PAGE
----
Section 111(b) is not a health-based program. It is technology based. This program was originally designed to hinder industrial migration by defining a national emission standard for new plants.
Clean Air Areas and Dirty Air Areas NAAQS Actual Concentration NAAQS Clean Air AreaDirty Air Area Concentration 7
EPA has proposed a rule for new coal- fired power plants that require Carbon Capture and Sequestration (CCS). Claims the impact will be minimal since only natural gas units will be built. Remember that a standard under 111(b) is a required predicate for 111(d).
Technology must be “adequately demonstrated” Problem: None of the cited facilities are even operational. Problem: Three of the four cited facilities were funded under the “Clean Coal Power Initiative” (CCPI). The law authorizing CCPI specifically prohibits these projects to be considered “adequately demonstrated” under section 111 of the CAA
Standard under 111(b) is not correct. Section 111(d) prohibits regulation of sources subject to 112. Section 111(d) prohibits regulation of pollutant listed under Section 108. Even if 111(d) is authorized, only Building Block 1 is consistent with CAA.
Section 111(d) prohibits regulating “source categories” regulated under section 112 (as coal fired power plants are). NC agrees with the NRDC and others: “Thus, the text of §111(d)(1)(A) makes clear that EPA may not set standard for a pollutant that is “emitted from a source category which is regulated under section 112” or included on the §112(b) list of hazardous air pollutants.”
Those in favor of using 111(d) to regulate Utility plants argue that the CAA language showing a conformance of House and Senate versions of amendments is in conflict and therefore ambiguous. EPA should be afforded “Chevron” deference.
The CAA is not in conflict. NC agrees with NRDC when they stated in 2007 that the ambiguity was “manufactured” by EPA in an “attempt to exploit a non-substantive difference between the two amendments to111.”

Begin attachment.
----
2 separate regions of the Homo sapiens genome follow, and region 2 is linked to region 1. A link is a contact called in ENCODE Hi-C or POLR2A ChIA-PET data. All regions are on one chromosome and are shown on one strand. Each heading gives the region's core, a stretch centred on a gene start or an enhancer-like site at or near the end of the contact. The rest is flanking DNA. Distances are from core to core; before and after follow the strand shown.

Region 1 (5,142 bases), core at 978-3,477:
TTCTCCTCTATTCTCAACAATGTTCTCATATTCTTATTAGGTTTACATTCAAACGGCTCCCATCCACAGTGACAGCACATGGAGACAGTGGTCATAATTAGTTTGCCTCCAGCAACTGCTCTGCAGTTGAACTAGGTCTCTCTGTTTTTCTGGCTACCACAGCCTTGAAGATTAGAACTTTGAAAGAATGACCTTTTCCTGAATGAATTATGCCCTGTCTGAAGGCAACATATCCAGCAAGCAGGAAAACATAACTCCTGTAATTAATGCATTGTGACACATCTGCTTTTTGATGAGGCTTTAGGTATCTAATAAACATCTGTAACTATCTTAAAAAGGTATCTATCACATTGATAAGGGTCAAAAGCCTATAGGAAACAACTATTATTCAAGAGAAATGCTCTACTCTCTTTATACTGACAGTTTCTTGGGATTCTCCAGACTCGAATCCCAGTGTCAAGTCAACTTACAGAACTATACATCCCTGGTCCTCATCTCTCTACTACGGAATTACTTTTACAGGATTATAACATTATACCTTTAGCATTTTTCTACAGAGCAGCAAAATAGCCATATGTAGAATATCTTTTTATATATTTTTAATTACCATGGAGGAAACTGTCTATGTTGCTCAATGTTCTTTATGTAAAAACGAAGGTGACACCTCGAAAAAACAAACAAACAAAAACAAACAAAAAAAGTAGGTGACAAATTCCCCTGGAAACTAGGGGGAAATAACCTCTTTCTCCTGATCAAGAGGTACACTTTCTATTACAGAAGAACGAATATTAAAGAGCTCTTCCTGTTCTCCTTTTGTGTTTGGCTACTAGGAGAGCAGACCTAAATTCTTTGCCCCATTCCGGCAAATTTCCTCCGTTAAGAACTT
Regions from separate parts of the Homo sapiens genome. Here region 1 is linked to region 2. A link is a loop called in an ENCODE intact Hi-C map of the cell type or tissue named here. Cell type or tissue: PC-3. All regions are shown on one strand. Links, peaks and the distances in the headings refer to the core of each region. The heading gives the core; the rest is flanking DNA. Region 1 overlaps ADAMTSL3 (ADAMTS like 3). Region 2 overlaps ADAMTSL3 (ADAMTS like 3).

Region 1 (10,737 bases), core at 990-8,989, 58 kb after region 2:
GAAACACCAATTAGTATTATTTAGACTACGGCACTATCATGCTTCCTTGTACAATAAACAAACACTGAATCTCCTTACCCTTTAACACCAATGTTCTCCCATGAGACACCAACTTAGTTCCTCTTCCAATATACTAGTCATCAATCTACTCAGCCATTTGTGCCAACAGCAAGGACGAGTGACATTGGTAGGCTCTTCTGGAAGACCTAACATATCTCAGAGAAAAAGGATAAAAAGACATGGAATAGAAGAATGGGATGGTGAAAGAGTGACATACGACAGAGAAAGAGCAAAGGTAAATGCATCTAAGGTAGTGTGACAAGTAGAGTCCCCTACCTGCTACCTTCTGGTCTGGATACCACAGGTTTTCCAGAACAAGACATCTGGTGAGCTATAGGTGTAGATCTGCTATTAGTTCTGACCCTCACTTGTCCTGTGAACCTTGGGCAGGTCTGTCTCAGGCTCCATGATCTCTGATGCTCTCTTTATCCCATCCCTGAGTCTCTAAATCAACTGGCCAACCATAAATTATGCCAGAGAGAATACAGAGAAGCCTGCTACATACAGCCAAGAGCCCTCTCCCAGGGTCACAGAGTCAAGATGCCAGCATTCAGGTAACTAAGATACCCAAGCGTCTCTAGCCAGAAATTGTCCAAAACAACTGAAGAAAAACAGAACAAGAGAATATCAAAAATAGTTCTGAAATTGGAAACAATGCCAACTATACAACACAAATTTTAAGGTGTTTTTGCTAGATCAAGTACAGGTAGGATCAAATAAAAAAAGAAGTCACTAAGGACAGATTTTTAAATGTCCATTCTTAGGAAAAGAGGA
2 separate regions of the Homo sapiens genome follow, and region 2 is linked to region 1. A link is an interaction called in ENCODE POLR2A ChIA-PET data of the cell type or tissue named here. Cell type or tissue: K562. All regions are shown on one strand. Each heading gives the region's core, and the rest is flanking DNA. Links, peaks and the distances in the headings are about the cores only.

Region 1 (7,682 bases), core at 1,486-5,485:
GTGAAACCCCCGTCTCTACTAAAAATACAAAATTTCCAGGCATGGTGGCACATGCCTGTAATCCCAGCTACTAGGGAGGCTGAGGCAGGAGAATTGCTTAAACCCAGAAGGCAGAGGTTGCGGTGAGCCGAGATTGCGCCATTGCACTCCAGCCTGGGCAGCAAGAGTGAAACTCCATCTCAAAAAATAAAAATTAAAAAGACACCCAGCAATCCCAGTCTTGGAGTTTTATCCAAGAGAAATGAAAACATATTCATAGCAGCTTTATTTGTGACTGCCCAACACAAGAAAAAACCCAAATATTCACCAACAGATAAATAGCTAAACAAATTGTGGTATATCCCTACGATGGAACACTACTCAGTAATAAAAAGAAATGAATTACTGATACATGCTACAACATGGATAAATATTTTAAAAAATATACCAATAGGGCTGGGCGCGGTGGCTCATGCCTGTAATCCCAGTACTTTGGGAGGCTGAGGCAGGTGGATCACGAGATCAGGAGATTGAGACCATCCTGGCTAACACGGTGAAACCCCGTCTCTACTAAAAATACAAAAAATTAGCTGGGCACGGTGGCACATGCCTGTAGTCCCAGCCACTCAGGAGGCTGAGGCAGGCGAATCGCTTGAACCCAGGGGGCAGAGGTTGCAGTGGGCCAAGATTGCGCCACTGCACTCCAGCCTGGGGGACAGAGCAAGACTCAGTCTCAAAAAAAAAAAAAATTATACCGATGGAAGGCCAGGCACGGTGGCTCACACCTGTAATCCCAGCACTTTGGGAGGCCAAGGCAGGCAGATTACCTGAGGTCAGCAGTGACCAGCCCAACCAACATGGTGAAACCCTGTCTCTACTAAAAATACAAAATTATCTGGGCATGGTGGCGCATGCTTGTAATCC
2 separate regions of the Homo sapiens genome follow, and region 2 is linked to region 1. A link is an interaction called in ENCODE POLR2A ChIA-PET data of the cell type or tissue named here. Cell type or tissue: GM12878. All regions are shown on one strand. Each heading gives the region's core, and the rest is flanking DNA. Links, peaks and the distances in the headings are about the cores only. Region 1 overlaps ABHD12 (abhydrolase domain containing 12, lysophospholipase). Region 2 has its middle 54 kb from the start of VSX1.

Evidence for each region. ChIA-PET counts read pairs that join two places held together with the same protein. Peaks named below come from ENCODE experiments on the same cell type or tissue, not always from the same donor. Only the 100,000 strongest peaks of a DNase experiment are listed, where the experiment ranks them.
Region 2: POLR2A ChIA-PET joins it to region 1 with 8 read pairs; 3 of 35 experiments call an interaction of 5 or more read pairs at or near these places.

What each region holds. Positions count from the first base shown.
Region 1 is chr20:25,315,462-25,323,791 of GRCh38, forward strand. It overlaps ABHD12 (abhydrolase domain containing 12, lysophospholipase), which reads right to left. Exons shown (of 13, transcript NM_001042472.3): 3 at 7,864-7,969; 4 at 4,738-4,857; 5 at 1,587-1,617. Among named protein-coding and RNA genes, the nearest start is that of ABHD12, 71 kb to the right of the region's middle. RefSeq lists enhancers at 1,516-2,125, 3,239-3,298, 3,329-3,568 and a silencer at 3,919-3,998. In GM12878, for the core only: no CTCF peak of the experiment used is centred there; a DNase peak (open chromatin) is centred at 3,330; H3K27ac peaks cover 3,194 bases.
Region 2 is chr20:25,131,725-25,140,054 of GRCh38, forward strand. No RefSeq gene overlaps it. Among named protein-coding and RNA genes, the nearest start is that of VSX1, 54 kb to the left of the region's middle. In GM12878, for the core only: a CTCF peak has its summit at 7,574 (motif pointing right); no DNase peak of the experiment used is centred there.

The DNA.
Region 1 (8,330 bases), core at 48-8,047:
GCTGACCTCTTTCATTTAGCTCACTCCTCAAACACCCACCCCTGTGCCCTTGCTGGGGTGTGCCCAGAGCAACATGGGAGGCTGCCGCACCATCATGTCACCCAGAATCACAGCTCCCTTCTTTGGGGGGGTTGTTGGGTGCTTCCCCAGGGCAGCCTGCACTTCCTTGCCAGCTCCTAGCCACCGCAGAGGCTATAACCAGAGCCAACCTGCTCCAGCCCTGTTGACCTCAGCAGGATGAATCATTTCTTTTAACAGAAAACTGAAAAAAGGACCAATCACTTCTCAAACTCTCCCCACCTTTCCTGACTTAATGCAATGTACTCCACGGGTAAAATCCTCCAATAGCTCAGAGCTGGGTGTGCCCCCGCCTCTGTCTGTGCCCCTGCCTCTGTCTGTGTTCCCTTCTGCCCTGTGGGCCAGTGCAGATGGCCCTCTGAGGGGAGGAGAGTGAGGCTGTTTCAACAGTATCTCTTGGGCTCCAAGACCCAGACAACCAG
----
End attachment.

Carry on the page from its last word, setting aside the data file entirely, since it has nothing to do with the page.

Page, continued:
CAA prohibits section 111(d) for any pollutant listed under section 108 By making an endangerment finding under section 202, GHG have already been listed under section 108
Section 111(d) provides for controls on an individual emission unit Applying 111(d) is a scientific – not political - endeavor That is, each coal plant would be evaluated based on various factors, including its remaining useful life. So each plant could have a different requirement.
But that would not lead to outside the fence line reductions – that is, forcing the shut down of existing coal plants, further incentivizing of smart appliances, and codifying Renewable Energy Portfolio Standards
Again, NRDC and others stated: “This Court has previously rebuffed EPA’s efforts to authorize pollution trading under §111. In ASARCO, Inc., v. EPA, 578 F.2d 319(D.C. Cir. 1978), the Court rejected even a limited emission trading scheme, whereby existing plants could avoid §111 standards when making changes so long as offsetting emission reductions could be identified elsewhere at the same plant site.”
Four Building Blocks are posited EPA makes clear that the BB are severable – that is, if one or more BBs are struck down (as all but the first one should be) the guideline standard would be equivalent to the first BB. Baseline year for the BBs is 2012
Building Blocks are based on the following: Increase efficiency of existing coal units. Environmental dispatch of natural gas units over coal units. (Based on $30/ton) Increase fraction of non-carbon dioxide forming energy sources (i.e., nuclear and renewable sources). Note - >$30/ton Increase efficiencies outside the fence line of the plant (i.e., demand side management).
EPA believes efficiency gains can be made on existing units of 6%
EPA believes (based on >$30/ton GHG) that natural gas units should be used at 70% capacity. In NC the capacity factors are roughly 30%. Because many coal units were retired (in part due to Clean Smokestacks Act) and replaced with NG units, EPA assigned NC a large decrease in GHG under BB2.
Assigns reductions to zero emitting energy sources (renewables and nuclear). NC’s number (10.6%) was based, in part, on our having a RPS in place. Unclear on many fronts.
Energy Efficiency and Demand Side Management. Set NC’s EE number at 10.3%.